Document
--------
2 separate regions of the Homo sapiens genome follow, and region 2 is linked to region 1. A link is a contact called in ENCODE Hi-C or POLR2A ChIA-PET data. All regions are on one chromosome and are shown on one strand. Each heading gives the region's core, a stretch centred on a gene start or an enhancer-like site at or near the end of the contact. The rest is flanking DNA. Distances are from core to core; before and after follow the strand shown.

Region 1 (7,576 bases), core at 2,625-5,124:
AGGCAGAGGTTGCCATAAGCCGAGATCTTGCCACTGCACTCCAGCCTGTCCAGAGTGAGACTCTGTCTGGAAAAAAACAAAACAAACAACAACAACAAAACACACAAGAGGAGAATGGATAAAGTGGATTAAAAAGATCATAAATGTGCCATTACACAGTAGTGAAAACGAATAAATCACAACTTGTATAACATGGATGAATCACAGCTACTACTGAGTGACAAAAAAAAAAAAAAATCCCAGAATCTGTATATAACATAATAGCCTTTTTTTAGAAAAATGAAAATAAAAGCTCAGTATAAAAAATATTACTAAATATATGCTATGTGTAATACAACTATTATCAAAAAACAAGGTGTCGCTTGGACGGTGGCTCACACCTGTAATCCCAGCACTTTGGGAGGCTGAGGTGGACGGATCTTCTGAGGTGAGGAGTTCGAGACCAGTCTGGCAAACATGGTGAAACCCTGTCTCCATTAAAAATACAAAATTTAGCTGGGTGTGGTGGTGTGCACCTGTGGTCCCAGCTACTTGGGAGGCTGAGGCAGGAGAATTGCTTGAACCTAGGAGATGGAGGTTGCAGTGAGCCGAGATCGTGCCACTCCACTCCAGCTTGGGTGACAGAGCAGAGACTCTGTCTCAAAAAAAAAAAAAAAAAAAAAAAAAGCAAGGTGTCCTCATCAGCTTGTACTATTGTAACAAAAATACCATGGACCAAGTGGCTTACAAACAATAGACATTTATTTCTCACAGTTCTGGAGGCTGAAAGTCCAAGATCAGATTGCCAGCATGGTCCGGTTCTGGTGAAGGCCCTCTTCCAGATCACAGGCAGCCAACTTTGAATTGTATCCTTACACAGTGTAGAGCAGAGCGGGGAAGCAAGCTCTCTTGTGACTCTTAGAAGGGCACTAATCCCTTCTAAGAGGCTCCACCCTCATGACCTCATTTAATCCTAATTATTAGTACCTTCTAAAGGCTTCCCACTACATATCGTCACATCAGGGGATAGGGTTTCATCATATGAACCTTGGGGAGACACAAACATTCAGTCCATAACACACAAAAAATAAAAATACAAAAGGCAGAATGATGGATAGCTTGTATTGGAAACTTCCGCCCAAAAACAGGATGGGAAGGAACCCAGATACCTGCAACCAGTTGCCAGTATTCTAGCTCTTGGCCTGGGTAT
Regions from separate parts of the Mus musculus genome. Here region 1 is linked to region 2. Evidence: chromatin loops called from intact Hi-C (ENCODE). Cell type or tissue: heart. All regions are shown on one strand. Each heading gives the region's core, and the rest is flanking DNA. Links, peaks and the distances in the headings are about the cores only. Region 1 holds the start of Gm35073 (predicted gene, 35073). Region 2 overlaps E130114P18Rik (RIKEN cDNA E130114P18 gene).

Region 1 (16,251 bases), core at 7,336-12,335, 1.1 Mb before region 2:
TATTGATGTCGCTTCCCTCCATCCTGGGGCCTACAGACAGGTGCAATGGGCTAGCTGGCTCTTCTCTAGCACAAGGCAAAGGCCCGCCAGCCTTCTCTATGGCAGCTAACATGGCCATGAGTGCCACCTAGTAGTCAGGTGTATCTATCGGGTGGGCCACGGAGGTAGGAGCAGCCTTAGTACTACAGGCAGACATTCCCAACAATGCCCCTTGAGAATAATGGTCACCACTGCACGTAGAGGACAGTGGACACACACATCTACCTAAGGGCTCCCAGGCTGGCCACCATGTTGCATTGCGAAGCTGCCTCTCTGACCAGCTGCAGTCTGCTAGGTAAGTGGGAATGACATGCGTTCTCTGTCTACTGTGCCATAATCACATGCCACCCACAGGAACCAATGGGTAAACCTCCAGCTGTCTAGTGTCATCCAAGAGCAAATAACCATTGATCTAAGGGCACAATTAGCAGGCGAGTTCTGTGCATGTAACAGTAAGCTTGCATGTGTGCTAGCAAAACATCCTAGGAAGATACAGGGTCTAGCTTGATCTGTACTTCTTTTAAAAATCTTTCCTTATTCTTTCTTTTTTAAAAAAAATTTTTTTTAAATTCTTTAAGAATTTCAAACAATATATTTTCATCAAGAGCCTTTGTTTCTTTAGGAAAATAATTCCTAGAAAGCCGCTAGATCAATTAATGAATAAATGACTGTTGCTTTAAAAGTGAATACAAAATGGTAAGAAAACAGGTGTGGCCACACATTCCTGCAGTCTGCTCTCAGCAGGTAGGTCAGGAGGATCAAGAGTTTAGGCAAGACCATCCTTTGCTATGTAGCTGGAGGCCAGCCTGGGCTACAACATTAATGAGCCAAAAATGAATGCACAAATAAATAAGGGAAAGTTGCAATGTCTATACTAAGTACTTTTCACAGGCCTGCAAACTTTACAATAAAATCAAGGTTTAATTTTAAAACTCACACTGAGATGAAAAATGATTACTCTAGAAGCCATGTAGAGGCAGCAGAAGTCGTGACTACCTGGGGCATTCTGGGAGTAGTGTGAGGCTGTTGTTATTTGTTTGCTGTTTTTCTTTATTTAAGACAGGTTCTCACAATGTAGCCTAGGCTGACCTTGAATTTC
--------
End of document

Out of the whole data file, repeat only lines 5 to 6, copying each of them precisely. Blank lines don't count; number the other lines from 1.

Region 1 (16,251 bases), core at 7,336-12,335, 1.1 Mb before region 2:
TATTGATGTCGCTTCCCTCCATCCTGGGGCCTACAGACAGGTGCAATGGGCTAGCTGGCTCTTCTCTAGCACAAGGCAAAGGCCCGCCAGCCTTCTCTATGGCAGCTAACATGGCCATGAGTGCCACCTAGTAGTCAGGTGTATCTATCGGGTGGGCCACGGAGGTAGGAGCAGCCTTAGTACTACAGGCAGACATTCCCAACAATGCCCCTTGAGAATAATGGTCACCACTGCACGTAGAGGACAGTGGACACACACATCTACCTAAGGGCTCCCAGGCTGGCCACCATGTTGCATTGCGAAGCTGCCTCTCTGACCAGCTGCAGTCTGCTAGGTAAGTGGGAATGACATGCGTTCTCTGTCTACTGTGCCATAATCACATGCCACCCACAGGAACCAATGGGTAAACCTCCAGCTGTCTAGTGTCATCCAAGAGCAAATAACCATTGATCTAAGGGCACAATTAGCAGGCGAGTTCTGTGCATGTAACAGTAAGCTTGCATGTGTGCTAGCAAAACATCCTAGGAAGATACAGGGTCTAGCTTGATCTGTACTTCTTTTAAAAATCTTTCCTTATTCTTTCTTTTTTAAAAAAAATTTTTTTTAAATTCTTTAAGAATTTCAAACAATATATTTTCATCAAGAGCCTTTGTTTCTTTAGGAAAATAATTCCTAGAAAGCCGCTAGATCAATTAATGAATAAATGACTGTTGCTTTAAAAGTGAATACAAAATGGTAAGAAAACAGGTGTGGCCACACATTCCTGCAGTCTGCTCTCAGCAGGTAGGTCAGGAGGATCAAGAGTTTAGGCAAGACCATCCTTTGCTATGTAGCTGGAGGCCAGCCTGGGCTACAACATTAATGAGCCAAAAATGAATGCACAAATAAATAAGGGAAAGTTGCAATGTCTATACTAAGTACTTTTCACAGGCCTGCAAACTTTACAATAAAATCAAGGTTTAATTTTAAAACTCACACTGAGATGAAAAATGATTACTCTAGAAGCCATGTAGAGGCAGCAGAAGTCGTGACTACCTGGGGCATTCTGGGAGTAGTGTGAGGCTGTTGTTATTTGTTTGCTGTTTTTCTTTATTTAAGACAGGTTCTCACAATGTAGCCTAGGCTGACCTTGAATTTC